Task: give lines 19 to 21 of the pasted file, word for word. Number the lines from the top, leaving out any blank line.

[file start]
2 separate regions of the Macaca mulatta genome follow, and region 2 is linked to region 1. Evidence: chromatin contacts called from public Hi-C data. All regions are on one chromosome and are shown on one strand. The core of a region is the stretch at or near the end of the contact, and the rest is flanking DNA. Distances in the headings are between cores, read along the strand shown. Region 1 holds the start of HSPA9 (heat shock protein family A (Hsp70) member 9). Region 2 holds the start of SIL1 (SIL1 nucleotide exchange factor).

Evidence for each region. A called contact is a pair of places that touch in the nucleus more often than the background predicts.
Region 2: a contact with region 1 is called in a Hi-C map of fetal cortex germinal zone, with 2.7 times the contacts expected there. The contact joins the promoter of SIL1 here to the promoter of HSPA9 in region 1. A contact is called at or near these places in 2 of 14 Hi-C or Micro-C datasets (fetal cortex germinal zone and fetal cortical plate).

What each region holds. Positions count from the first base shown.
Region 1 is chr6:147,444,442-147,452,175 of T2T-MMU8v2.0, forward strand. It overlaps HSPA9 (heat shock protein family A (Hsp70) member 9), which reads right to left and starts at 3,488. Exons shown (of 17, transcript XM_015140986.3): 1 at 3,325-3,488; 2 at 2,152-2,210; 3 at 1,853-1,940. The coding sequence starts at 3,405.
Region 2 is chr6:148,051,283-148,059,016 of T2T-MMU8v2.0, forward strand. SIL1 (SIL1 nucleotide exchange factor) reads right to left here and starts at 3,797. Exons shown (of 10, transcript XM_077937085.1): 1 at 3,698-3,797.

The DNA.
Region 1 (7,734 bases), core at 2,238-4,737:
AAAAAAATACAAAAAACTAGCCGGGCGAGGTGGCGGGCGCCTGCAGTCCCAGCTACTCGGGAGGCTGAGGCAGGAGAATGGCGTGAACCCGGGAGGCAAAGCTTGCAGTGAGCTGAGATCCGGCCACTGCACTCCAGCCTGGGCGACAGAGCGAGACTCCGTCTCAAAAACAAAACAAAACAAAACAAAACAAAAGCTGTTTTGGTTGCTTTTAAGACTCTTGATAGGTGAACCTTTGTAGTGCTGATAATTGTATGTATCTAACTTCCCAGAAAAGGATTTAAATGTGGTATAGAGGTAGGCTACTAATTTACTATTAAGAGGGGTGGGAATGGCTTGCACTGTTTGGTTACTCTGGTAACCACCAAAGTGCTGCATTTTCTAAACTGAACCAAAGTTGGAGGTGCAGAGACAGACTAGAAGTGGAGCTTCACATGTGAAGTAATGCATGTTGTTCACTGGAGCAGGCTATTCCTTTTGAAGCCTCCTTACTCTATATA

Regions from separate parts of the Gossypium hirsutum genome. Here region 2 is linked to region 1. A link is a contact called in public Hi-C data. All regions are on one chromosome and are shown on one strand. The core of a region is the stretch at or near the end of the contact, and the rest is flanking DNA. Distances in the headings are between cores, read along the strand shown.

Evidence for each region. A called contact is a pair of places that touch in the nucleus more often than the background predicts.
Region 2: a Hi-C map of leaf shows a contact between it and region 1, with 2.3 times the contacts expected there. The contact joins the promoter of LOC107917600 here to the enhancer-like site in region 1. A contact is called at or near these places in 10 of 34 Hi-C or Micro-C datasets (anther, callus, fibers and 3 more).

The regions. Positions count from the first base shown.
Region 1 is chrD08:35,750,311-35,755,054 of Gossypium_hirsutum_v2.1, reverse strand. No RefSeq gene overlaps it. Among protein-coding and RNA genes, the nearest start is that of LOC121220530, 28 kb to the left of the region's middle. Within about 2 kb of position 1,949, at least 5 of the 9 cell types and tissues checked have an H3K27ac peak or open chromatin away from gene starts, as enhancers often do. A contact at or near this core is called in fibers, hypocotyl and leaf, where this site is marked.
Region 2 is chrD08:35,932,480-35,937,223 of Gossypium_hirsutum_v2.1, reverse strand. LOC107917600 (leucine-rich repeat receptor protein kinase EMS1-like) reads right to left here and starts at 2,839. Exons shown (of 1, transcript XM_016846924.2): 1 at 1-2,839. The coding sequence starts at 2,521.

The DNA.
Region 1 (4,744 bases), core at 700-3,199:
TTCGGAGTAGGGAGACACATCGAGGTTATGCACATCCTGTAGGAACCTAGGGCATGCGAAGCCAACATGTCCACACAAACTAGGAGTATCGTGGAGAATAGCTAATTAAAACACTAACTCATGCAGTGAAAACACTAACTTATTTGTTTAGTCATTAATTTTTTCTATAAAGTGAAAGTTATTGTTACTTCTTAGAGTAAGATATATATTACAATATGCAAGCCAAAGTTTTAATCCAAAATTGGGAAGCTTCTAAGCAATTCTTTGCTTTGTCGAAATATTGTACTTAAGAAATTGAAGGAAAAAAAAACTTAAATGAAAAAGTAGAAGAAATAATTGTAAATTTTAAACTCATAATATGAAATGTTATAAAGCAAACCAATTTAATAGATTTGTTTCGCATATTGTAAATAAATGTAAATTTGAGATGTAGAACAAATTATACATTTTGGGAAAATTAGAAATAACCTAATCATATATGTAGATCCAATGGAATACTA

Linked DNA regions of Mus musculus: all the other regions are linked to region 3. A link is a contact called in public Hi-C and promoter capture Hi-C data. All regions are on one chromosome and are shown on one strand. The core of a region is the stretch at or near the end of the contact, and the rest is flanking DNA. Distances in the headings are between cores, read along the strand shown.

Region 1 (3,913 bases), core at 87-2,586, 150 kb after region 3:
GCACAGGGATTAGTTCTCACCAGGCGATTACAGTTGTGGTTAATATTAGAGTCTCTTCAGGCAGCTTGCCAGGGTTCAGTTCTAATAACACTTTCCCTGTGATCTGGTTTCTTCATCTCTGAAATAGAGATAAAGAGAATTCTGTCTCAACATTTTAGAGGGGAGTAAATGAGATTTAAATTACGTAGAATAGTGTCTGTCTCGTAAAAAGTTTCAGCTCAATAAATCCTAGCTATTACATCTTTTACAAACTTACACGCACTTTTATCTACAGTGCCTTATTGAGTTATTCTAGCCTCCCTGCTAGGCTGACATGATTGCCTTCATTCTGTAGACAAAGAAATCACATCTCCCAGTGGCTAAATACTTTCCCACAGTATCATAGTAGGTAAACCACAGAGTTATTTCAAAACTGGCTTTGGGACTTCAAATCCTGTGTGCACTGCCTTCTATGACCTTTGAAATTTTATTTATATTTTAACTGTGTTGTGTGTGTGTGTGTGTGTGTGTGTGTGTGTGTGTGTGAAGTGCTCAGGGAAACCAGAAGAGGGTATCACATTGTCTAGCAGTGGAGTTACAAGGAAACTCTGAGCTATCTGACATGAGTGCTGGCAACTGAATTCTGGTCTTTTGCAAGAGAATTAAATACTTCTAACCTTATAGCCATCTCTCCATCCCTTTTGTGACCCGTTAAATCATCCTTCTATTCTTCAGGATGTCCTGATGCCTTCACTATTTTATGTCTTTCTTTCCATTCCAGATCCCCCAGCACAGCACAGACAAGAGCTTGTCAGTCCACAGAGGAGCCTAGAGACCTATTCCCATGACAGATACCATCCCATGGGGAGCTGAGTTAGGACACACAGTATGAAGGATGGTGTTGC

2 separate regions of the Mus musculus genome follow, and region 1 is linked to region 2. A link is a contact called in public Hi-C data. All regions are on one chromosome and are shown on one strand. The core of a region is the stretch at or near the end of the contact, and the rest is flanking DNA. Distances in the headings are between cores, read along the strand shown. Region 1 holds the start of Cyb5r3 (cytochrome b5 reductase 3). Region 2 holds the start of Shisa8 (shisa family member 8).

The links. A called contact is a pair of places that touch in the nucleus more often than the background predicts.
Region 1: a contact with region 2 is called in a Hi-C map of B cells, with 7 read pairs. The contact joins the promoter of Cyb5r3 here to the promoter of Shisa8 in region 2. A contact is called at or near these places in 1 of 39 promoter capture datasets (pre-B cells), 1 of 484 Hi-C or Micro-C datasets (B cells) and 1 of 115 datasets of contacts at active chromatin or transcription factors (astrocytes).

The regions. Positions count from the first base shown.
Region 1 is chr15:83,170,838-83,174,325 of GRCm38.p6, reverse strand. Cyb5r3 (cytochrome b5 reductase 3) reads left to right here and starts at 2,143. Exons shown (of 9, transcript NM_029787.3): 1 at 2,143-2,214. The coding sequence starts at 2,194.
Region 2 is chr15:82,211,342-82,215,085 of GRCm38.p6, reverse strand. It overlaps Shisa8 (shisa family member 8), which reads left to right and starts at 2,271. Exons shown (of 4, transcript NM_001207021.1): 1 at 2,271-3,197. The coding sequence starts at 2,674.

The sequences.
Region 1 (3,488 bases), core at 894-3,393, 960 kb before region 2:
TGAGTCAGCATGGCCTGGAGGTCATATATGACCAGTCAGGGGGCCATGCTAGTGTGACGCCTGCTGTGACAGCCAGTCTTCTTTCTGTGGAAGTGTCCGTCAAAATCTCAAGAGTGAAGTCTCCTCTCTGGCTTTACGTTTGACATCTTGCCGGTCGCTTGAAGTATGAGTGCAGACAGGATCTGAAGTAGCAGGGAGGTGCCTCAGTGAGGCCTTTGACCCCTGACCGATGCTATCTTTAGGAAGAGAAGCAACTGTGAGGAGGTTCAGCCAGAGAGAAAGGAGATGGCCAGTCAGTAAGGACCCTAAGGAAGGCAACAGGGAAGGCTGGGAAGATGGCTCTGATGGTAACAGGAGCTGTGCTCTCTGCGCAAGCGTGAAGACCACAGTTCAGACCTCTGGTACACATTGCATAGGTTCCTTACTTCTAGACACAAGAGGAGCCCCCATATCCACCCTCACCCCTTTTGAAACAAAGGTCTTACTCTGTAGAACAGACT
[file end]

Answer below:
Linked DNA regions of Mus musculus: all the other regions are linked to region 3. A link is a contact called in public Hi-C and promoter capture Hi-C data. All regions are on one chromosome and are shown on one strand. The core of a region is the stretch at or near the end of the contact, and the rest is flanking DNA. Distances in the headings are between cores, read along the strand shown.

Region 1 (3,913 bases), core at 87-2,586, 150 kb after region 3:
GCACAGGGATTAGTTCTCACCAGGCGATTACAGTTGTGGTTAATATTAGAGTCTCTTCAGGCAGCTTGCCAGGGTTCAGTTCTAATAACACTTTCCCTGTGATCTGGTTTCTTCATCTCTGAAATAGAGATAAAGAGAATTCTGTCTCAACATTTTAGAGGGGAGTAAATGAGATTTAAATTACGTAGAATAGTGTCTGTCTCGTAAAAAGTTTCAGCTCAATAAATCCTAGCTATTACATCTTTTACAAACTTACACGCACTTTTATCTACAGTGCCTTATTGAGTTATTCTAGCCTCCCTGCTAGGCTGACATGATTGCCTTCATTCTGTAGACAAAGAAATCACATCTCCCAGTGGCTAAATACTTTCCCACAGTATCATAGTAGGTAAACCACAGAGTTATTTCAAAACTGGCTTTGGGACTTCAAATCCTGTGTGCACTGCCTTCTATGACCTTTGAAATTTTATTTATATTTTAACTGTGTTGTGTGTGTGTGTGTGTGTGTGTGTGTGTGTGTGTGTGAAGTGCTCAGGGAAACCAGAAGAGGGTATCACATTGTCTAGCAGTGGAGTTACAAGGAAACTCTGAGCTATCTGACATGAGTGCTGGCAACTGAATTCTGGTCTTTTGCAAGAGAATTAAATACTTCTAACCTTATAGCCATCTCTCCATCCCTTTTGTGACCCGTTAAATCATCCTTCTATTCTTCAGGATGTCCTGATGCCTTCACTATTTTATGTCTTTCTTTCCATTCCAGATCCCCCAGCACAGCACAGACAAGAGCTTGTCAGTCCACAGAGGAGCCTAGAGACCTATTCCCATGACAGATACCATCCCATGGGGAGCTGAGTTAGGACACACAGTATGAAGGATGGTGTTGC